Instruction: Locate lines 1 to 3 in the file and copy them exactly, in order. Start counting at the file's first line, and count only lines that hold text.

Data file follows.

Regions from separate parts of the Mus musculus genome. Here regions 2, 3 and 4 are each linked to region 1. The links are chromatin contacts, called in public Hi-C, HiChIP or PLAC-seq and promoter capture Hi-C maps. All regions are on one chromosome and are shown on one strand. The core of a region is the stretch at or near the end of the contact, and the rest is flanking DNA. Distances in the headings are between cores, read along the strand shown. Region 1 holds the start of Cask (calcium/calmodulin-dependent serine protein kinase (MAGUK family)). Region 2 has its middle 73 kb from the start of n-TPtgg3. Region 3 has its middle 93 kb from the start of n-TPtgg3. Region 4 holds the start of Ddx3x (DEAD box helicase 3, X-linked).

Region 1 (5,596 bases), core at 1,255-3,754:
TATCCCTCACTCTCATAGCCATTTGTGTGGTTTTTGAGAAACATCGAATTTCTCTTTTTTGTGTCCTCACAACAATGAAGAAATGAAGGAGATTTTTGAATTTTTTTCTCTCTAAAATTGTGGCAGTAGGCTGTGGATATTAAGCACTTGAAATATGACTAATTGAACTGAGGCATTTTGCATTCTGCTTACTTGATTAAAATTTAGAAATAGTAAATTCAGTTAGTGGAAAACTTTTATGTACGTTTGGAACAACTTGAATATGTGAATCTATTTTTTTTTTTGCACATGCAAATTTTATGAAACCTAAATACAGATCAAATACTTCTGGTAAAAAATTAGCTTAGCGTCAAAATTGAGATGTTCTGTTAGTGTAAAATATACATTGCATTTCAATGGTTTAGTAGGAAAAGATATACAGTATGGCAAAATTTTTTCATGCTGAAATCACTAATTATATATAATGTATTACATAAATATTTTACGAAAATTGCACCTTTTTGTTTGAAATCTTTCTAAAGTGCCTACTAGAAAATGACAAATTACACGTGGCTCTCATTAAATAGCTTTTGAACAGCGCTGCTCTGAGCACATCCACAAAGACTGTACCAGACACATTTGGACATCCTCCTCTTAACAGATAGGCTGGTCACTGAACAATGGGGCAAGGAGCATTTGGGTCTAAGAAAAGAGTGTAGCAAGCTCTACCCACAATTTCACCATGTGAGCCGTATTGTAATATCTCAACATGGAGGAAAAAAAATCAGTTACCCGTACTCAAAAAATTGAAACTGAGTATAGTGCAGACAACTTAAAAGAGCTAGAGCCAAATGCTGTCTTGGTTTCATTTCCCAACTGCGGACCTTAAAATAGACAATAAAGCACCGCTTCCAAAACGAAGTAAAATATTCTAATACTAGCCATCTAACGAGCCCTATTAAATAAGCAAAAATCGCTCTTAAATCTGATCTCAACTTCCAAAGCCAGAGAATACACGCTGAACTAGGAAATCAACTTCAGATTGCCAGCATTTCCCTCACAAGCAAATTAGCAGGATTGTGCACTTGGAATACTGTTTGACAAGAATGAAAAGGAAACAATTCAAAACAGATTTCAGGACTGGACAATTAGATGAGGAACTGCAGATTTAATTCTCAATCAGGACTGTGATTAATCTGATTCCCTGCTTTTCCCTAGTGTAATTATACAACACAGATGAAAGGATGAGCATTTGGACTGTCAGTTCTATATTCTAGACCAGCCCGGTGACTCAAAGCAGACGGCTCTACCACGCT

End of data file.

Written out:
Regions from separate parts of the Mus musculus genome. Here regions 2, 3 and 4 are each linked to region 1. The links are chromatin contacts, called in public Hi-C, HiChIP or PLAC-seq and promoter capture Hi-C maps. All regions are on one chromosome and are shown on one strand. The core of a region is the stretch at or near the end of the contact, and the rest is flanking DNA. Distances in the headings are between cores, read along the strand shown. Region 1 holds the start of Cask (calcium/calmodulin-dependent serine protein kinase (MAGUK family)). Region 2 has its middle 73 kb from the start of n-TPtgg3. Region 3 has its middle 93 kb from the start of n-TPtgg3. Region 4 holds the start of Ddx3x (DEAD box helicase 3, X-linked).

Region 1 (5,596 bases), core at 1,255-3,754:
TATCCCTCACTCTCATAGCCATTTGTGTGGTTTTTGAGAAACATCGAATTTCTCTTTTTTGTGTCCTCACAACAATGAAGAAATGAAGGAGATTTTTGAATTTTTTTCTCTCTAAAATTGTGGCAGTAGGCTGTGGATATTAAGCACTTGAAATATGACTAATTGAACTGAGGCATTTTGCATTCTGCTTACTTGATTAAAATTTAGAAATAGTAAATTCAGTTAGTGGAAAACTTTTATGTACGTTTGGAACAACTTGAATATGTGAATCTATTTTTTTTTTTGCACATGCAAATTTTATGAAACCTAAATACAGATCAAATACTTCTGGTAAAAAATTAGCTTAGCGTCAAAATTGAGATGTTCTGTTAGTGTAAAATATACATTGCATTTCAATGGTTTAGTAGGAAAAGATATACAGTATGGCAAAATTTTTTCATGCTGAAATCACTAATTATATATAATGTATTACATAAATATTTTACGAAAATTGCACCTTTTTGTTTGAAATCTTTCTAAAGTGCCTACTAGAAAATGACAAATTACACGTGGCTCTCATTAAATAGCTTTTGAACAGCGCTGCTCTGAGCACATCCACAAAGACTGTACCAGACACATTTGGACATCCTCCTCTTAACAGATAGGCTGGTCACTGAACAATGGGGCAAGGAGCATTTGGGTCTAAGAAAAGAGTGTAGCAAGCTCTACCCACAATTTCACCATGTGAGCCGTATTGTAATATCTCAACATGGAGGAAAAAAAATCAGTTACCCGTACTCAAAAAATTGAAACTGAGTATAGTGCAGACAACTTAAAAGAGCTAGAGCCAAATGCTGTCTTGGTTTCATTTCCCAACTGCGGACCTTAAAATAGACAATAAAGCACCGCTTCCAAAACGAAGTAAAATATTCTAATACTAGCCATCTAACGAGCCCTATTAAATAAGCAAAAATCGCTCTTAAATCTGATCTCAACTTCCAAAGCCAGAGAATACACGCTGAACTAGGAAATCAACTTCAGATTGCCAGCATTTCCCTCACAAGCAAATTAGCAGGATTGTGCACTTGGAATACTGTTTGACAAGAATGAAAAGGAAACAATTCAAAACAGATTTCAGGACTGGACAATTAGATGAGGAACTGCAGATTTAATTCTCAATCAGGACTGTGATTAATCTGATTCCCTGCTTTTCCCTAGTGTAATTATACAACACAGATGAAAGGATGAGCATTTGGACTGTCAGTTCTATATTCTAGACCAGCCCGGTGACTCAAAGCAGACGGCTCTACCACGCT